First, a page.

The project “Neuroscience in British Literature” is a new FENS awarded online history project, and is now available online: Neurobritlit.com
The wonders of the human brain have captured the heart of many British authors. The tremendous knowledge that has been accumulated in the field of neuroscience over the past centuries has inspired, and continues to inspire, many British novelists. Cases of amnesia can be found in “A tale of two cities”, Charles Dickens’ classic novel, and in one of George Orwell’s earlier works, titled “A Clergyman’s Daughter”; Shakespeare’s King Lear suffered from dementia; The main character in Mark Haddon’s book titled “The Curious Incident of the Dog in the Night-Time” has Asperger syndrome; And of course – Mary Shelley created Frankenstein – one of the first neuroscientists in popular culture.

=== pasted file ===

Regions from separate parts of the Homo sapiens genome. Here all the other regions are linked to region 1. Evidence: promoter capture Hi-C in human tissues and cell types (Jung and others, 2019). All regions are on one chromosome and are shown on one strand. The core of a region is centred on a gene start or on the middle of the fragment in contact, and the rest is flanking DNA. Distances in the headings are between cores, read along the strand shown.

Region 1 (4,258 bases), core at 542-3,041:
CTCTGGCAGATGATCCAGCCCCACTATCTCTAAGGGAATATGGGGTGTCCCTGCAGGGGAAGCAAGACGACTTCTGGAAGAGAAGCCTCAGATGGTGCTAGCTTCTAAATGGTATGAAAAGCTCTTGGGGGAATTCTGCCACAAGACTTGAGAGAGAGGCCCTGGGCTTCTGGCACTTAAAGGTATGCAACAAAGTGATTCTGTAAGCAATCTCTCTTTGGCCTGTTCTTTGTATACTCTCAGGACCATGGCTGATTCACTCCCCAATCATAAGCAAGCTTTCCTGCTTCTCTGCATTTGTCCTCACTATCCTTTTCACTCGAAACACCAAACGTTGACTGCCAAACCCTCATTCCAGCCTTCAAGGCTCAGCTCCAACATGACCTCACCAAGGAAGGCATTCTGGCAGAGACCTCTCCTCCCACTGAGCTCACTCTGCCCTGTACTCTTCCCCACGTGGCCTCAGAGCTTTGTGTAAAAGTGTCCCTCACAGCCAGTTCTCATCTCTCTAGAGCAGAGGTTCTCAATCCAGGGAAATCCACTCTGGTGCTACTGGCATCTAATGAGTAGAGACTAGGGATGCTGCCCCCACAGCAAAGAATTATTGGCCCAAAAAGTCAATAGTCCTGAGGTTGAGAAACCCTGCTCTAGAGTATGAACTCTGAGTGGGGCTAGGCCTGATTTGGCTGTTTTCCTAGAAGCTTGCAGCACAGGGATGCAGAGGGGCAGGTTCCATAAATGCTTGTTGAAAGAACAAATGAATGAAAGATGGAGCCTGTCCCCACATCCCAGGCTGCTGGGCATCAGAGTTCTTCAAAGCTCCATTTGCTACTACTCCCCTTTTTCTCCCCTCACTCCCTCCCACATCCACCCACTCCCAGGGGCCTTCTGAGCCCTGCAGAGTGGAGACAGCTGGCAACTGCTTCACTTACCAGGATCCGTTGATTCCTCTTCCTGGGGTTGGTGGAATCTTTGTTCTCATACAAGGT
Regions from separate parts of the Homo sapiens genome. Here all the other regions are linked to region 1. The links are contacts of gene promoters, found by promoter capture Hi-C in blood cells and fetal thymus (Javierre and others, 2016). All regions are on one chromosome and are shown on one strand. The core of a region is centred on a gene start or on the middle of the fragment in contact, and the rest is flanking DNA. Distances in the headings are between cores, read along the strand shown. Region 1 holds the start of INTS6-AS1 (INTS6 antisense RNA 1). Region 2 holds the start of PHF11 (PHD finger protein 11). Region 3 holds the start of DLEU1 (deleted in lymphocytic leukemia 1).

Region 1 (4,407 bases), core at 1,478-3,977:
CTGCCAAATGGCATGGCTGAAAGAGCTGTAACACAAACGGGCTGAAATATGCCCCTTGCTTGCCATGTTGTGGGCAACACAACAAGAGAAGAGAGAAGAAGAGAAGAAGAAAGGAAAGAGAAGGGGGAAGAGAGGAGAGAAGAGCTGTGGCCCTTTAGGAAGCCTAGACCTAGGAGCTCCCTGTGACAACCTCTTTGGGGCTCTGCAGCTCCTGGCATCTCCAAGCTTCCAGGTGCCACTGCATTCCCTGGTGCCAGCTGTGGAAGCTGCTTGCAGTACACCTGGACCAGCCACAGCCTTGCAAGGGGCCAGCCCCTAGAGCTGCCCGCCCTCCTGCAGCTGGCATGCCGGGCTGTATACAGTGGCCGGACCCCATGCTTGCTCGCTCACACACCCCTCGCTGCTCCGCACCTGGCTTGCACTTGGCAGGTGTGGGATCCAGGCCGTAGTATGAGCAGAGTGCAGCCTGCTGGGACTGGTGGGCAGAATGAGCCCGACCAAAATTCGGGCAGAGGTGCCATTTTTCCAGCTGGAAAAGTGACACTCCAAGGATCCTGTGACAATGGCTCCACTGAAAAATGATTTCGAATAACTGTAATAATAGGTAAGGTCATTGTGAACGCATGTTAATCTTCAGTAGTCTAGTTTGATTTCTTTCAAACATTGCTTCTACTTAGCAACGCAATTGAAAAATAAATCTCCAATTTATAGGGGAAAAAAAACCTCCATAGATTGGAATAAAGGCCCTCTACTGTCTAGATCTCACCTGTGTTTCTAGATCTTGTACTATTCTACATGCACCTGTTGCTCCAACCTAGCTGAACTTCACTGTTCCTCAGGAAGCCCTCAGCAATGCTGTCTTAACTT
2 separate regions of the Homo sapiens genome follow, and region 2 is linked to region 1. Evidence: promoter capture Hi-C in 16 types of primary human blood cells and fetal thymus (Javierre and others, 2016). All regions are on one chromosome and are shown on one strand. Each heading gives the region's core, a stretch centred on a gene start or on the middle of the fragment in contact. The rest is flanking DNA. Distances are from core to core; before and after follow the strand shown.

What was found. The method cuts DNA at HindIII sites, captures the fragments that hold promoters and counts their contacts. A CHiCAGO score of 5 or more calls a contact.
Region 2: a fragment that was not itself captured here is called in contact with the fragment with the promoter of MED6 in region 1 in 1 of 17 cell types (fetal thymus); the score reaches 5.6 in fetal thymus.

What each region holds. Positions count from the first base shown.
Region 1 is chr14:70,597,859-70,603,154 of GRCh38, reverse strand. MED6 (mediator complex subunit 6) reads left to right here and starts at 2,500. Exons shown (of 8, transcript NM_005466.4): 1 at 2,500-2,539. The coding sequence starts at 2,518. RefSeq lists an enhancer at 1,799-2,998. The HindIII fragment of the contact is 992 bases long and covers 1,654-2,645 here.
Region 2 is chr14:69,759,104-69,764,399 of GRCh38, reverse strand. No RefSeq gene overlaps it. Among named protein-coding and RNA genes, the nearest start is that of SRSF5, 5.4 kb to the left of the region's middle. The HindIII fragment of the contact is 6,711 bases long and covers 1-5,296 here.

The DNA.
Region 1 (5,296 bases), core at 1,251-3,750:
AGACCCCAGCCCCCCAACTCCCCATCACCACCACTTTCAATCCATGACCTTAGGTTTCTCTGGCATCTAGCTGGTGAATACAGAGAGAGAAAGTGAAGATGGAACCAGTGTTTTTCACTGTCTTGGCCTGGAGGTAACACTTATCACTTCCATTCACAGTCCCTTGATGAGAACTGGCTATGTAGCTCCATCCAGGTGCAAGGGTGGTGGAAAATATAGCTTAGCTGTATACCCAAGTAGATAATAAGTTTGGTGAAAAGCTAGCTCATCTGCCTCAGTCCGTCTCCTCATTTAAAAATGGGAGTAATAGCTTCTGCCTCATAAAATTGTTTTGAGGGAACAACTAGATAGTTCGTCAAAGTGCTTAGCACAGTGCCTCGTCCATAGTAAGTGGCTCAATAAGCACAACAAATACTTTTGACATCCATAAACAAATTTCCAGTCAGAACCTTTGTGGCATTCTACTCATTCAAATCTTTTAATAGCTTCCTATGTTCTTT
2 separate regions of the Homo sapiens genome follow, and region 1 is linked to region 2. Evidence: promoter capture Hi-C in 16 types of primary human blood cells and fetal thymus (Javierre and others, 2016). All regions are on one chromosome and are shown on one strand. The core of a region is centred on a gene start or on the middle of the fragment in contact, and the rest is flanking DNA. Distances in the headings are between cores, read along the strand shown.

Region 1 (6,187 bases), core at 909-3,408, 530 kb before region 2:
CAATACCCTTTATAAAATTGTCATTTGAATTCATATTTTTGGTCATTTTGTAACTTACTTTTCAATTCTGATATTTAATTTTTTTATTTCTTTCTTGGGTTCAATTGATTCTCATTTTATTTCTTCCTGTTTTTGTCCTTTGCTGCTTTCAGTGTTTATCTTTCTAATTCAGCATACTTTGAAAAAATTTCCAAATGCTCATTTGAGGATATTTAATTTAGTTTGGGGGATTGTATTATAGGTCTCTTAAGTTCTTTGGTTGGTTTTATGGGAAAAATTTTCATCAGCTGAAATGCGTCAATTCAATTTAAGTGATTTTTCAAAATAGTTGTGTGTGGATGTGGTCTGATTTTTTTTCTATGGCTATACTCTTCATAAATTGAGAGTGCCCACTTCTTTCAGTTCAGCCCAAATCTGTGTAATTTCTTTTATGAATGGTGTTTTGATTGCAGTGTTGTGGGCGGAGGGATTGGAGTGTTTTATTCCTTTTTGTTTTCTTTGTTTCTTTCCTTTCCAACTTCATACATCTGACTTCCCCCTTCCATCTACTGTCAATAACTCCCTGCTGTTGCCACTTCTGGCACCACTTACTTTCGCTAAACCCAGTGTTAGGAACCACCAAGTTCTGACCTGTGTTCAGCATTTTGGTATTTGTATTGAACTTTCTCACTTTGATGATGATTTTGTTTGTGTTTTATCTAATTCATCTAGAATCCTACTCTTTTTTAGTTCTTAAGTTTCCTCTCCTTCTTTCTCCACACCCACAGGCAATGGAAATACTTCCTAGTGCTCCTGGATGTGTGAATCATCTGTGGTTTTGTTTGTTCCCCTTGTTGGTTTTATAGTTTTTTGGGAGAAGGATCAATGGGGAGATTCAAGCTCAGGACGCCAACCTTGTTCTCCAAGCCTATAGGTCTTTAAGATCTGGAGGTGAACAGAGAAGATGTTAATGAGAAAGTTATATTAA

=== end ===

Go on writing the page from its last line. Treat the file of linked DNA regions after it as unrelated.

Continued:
In this online exhibition, MRC CBU’s Roni Tibon explores the intersection of neuroscience and British literature. Each section on the website is dedicated to one notable work. Roni explores the nature of the neuroscientific representations in this work, and how they are related to periodic discoveries/ themes in the field of neuroscience.
For more information please contact Roni Tibon